When Deckard and Wallace face off in the latter's moodily illuminated offices, the elder man growls that he "knows what's real". For all the light and power at Wallace's command, he doesn't have the means to create a new kind of life. It's not a coincidence that the fate of that miraculous new life gets resolved in the movie's murkiest scenes. The swirling chaos makes for a perfect cyberpunk climax because it's dim and tough to see anything at all. Poor visibility is the most recurrent visual trope in Blade Runner 2049, a sign that we can't trust what we see in the future that's coming.

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    It was stunning. I feel like watching it again this weekend.

    its like jewellery, lovely to look at but ultimately useless. great effects dont make a great movie

      Yes I agree. The flying cars were also marvel to watch but it didn't hide the fact that the story was disjointed, haphazard even, and ultimately dull.

      Hey, it's interesting that you'd say that. If you're interested in a counterpoint, I just read this great article about how lighting conveys tone and meaning to enliven the themes of the film.

    It certainly was stunning - stunningly boring. Ryan Gosling is hopelessly miscast. He is better suited to La La Land (also crushingly boring). The most important factor in any story is that you have to care about at least one of the protagonists; and in this the film failed dismally. All that money., all those special effects, all wasted. Shame really.

      Disagree. Ryan was well cast in this, I thought he was totally miscast in LaLa Land, which I also liked (it "was" a musical). This movie had great character development, I mean ita made by a guy who knows how to make great film (Sicario, Arrival...) The subplot of his "computerised" love interest was brilliant. The obvious parallels between her and "replicants" was carefully constructed, and Ryan had to play his part very "wooden", when amongst "humans". Ryan only felt happy among his own kind, he really saw himself as nothing more than a robot, at least in the first act, and most of the second.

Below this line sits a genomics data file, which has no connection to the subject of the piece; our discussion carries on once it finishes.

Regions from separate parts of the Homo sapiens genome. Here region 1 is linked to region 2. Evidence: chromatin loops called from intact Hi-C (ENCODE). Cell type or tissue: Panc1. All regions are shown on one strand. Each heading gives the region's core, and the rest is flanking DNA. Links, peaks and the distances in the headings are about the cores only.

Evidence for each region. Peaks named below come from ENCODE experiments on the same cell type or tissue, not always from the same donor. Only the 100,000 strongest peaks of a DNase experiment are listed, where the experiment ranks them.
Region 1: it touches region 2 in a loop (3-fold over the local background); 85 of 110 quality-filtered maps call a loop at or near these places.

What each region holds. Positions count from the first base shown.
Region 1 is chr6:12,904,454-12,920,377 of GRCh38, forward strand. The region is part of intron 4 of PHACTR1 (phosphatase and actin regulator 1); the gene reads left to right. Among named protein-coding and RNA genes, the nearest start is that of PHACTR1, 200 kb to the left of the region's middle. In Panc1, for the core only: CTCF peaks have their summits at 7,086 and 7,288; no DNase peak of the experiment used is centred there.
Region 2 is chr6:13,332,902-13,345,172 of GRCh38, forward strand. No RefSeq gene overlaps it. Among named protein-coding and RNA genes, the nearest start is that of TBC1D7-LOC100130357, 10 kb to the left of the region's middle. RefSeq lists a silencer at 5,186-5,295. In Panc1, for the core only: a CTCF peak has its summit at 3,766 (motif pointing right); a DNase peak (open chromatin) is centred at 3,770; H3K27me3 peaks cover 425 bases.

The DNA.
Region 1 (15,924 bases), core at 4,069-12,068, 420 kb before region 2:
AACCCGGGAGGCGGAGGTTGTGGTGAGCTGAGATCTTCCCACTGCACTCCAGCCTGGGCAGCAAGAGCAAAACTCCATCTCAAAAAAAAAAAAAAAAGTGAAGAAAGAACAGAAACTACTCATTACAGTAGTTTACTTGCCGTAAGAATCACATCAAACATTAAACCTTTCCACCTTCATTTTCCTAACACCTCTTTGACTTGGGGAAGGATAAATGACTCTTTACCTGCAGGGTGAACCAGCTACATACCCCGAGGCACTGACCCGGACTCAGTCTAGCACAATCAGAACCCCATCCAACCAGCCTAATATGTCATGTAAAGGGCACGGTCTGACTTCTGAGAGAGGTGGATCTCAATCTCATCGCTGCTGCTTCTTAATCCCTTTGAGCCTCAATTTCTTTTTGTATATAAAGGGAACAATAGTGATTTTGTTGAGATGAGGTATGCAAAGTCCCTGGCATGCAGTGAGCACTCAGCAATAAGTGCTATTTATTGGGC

Oh, I thought you didn't have a Spoiler Alert - that graphic is a bit too thin & I ignore most graphics (they are usually advertisements). How about a typed in first line Spoiler Alert at the top of your article. I saw the movie, loved the soundtrack, every scene outside and pacing but was disappointed at the very end.

      soundtrack? what the constant motor bike revving noise of hans zimmer.. it was terrible.... bring back Vangelsis

        Agree with you here. The soundtrack didn't ruin the movie for me or anything, but it's disappointing that they'd spend so much money bringing back key cast members and overlook one of the most significant creative voices from the original.

        haha funny, I liked the soundtrack/ambient sounds, really helped amp up the intensity of some scenes for me, actually kinda stressed me out which movies never do these days.

    Well as the original movie was one of my all time favorites, I thought this new one was a nigh on perfect follow up. I had no problems with the story and enjoyed the mood, darkness, sounds, music and the acting. It "resonated" with me the same way the first one did.

    Different strokes for different folks and each to his own as they say.

      You thought a blind antagonist (who can actually see) who creates Replicants virtually indistinguishable from actual humans (but for some reason cannot make a functioning womb) is desperate for the "miracle" offspring of a Replicant so that Replicants can self-replicate and thereby become a new species: the knowledge of which could trigger an apocalyptic war of the species not utter bs?

    It was rubbishy nonsense ! More action in 2001 . It never should have been made